Title: The Rest of Us Just Live Here (2015)
Author: Patrick Ness
Genre: Young Adult, Contemporary, Fantasy
Extent: 352 pages
Review: The Rest of Us Just Live Here is built on a really interesting concept. Essentially, in this society, there are ‘indie’ kids—kids who are the main characters of various stories, the world-savers and the alien-stoppers—and the ‘normal’ kids, who are classmates of those main characters and generally just stand in the sidelines. This book is about a normal kid, Mike, who basically just wants to live through to graduation, except certain weird things keep happening and making it hard for him.
I don’t really know how I feel about this book even after letting it rest for a few days and thinking it over. I found the plot to be generally a bit bland, which perhaps was kind of the point, seeing as Mike is supposedly a ‘normal kid’, but it took a while for things to be interesting, and I felt like the pacing could have been much faster so there was less downtime between all the action.
I also didn’t really connect with any of the characters. They were quite diverse (Ness is great at those, I heard), but I also found them quite mediocre, so reading the book was more about finding out if anything interesting would happen and if I would get attached than about caring about his characters and wanting them to be safe.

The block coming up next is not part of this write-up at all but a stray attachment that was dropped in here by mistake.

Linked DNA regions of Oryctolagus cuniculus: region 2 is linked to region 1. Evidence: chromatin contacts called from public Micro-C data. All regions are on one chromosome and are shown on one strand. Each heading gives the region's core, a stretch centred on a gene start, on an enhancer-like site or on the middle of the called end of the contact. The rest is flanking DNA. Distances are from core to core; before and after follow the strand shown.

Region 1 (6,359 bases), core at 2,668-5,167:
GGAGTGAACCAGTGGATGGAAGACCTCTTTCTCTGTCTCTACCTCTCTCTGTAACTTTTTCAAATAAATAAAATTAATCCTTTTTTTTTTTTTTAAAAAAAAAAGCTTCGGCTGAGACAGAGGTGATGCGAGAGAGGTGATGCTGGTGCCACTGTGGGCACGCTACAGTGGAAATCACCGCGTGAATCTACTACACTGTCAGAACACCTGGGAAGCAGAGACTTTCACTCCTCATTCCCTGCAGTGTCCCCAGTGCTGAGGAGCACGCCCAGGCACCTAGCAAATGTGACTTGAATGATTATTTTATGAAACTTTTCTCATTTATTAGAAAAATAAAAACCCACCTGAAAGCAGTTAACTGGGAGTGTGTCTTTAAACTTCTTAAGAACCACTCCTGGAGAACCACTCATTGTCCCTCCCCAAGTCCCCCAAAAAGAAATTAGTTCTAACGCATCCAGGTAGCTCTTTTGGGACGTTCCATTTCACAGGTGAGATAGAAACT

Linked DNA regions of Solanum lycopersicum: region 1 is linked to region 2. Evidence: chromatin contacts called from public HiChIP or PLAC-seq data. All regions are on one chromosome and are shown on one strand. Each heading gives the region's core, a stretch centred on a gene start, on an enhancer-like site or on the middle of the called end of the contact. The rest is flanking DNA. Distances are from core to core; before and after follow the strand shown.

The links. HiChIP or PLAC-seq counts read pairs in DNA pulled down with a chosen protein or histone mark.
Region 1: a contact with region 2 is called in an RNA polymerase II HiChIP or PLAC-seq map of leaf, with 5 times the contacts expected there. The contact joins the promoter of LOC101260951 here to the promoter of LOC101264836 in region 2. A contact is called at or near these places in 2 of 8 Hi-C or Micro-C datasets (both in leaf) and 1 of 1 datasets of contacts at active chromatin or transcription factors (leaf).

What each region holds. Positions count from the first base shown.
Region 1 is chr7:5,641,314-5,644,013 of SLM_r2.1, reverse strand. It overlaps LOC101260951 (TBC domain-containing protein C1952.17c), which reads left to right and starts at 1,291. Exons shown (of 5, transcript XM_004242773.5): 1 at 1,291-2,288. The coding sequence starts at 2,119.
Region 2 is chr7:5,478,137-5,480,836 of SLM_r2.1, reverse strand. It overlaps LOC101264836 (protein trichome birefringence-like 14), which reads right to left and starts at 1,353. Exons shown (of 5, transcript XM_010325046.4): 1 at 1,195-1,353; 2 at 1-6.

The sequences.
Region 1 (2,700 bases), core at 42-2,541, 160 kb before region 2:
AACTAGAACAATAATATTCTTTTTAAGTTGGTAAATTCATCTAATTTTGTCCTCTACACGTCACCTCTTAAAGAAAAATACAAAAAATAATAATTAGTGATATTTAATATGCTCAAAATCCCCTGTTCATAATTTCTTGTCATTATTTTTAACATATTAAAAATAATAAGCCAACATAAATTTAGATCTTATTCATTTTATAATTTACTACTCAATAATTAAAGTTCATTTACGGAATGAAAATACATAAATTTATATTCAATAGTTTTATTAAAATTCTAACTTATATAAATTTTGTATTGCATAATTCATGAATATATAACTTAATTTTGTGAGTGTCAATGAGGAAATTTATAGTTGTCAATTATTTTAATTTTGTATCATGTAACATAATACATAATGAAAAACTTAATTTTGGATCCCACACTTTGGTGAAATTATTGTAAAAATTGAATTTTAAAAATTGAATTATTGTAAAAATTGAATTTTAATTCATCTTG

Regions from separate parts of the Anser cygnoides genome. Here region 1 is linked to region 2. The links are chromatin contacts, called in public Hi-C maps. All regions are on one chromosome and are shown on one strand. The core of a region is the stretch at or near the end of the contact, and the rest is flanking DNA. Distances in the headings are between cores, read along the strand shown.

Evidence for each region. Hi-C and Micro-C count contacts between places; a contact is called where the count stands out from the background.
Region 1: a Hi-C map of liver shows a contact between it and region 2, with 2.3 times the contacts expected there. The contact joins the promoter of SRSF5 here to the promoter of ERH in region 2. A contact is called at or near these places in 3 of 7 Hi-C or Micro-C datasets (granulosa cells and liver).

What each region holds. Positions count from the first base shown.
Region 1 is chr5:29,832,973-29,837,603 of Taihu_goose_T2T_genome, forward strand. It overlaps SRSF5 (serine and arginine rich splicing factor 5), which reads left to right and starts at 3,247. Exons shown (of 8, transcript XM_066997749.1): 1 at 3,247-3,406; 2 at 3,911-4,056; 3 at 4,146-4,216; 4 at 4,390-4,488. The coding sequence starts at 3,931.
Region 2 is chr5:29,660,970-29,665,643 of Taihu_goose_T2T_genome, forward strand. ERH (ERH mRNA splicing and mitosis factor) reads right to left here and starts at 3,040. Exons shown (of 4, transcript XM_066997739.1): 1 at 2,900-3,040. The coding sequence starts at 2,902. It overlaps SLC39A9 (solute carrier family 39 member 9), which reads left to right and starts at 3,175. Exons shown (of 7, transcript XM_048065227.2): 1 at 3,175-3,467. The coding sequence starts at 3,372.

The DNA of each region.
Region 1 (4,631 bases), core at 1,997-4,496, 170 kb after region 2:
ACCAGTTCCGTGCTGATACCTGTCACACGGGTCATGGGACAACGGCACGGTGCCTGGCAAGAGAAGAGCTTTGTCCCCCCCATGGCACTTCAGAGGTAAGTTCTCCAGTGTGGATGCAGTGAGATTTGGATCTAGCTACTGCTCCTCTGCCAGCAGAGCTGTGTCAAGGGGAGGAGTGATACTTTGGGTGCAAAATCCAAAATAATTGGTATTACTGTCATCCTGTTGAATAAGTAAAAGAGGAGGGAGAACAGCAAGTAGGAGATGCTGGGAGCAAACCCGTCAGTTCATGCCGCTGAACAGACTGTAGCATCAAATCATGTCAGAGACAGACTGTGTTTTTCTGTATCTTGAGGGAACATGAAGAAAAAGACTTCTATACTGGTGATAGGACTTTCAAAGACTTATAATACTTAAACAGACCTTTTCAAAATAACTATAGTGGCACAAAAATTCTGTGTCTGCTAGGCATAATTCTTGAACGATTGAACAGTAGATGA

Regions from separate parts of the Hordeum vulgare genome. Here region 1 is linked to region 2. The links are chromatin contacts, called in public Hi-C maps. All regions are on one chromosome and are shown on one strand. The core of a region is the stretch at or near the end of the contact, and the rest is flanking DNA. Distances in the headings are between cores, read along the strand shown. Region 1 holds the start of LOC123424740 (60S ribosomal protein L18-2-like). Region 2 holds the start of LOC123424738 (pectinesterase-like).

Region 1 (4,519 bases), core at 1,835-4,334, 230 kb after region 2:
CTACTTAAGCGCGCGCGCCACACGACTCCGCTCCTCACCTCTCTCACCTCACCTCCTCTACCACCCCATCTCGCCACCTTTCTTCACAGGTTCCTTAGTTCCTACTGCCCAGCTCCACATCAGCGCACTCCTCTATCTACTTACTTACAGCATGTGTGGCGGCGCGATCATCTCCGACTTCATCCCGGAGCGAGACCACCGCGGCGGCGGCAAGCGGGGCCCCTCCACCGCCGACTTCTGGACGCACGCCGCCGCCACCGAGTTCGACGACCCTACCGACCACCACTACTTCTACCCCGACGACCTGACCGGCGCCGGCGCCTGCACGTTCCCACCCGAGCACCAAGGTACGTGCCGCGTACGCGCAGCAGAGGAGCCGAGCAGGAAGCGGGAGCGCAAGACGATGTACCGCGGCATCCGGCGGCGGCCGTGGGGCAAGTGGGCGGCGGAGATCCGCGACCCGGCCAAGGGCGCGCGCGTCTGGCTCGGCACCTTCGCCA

Now, onto the more enjoyable things. Mike and his sister Mel were both really quite troubled in their own ways—Mike with what I recognise as OCD and Mel with an eating disorder—and I like that Ness paid attention to these things and gave them focus in certain times, along with an acknowledgment that it’s really never easy or simple to recover from one.
The highlight of the novel to me was the tongue-in-cheek, meta humour Ness has scattered in the book. He refers to tons of tropes of the Young Adult genre numerous times throughout the story, and I found it occasionally quite hilarious to imagine. Fans who read YA a lot would recognise the tropes Ness played with and would probably love it as much as I did.
Overall, I found The Rest of Us Just Live Here to be a generally enjoyable read. It was a bit too contemporary for a fantasy novel and too fantasy for a contemporary novel, but it was a really unique idea, with occasional humour that made me chuckle a few times.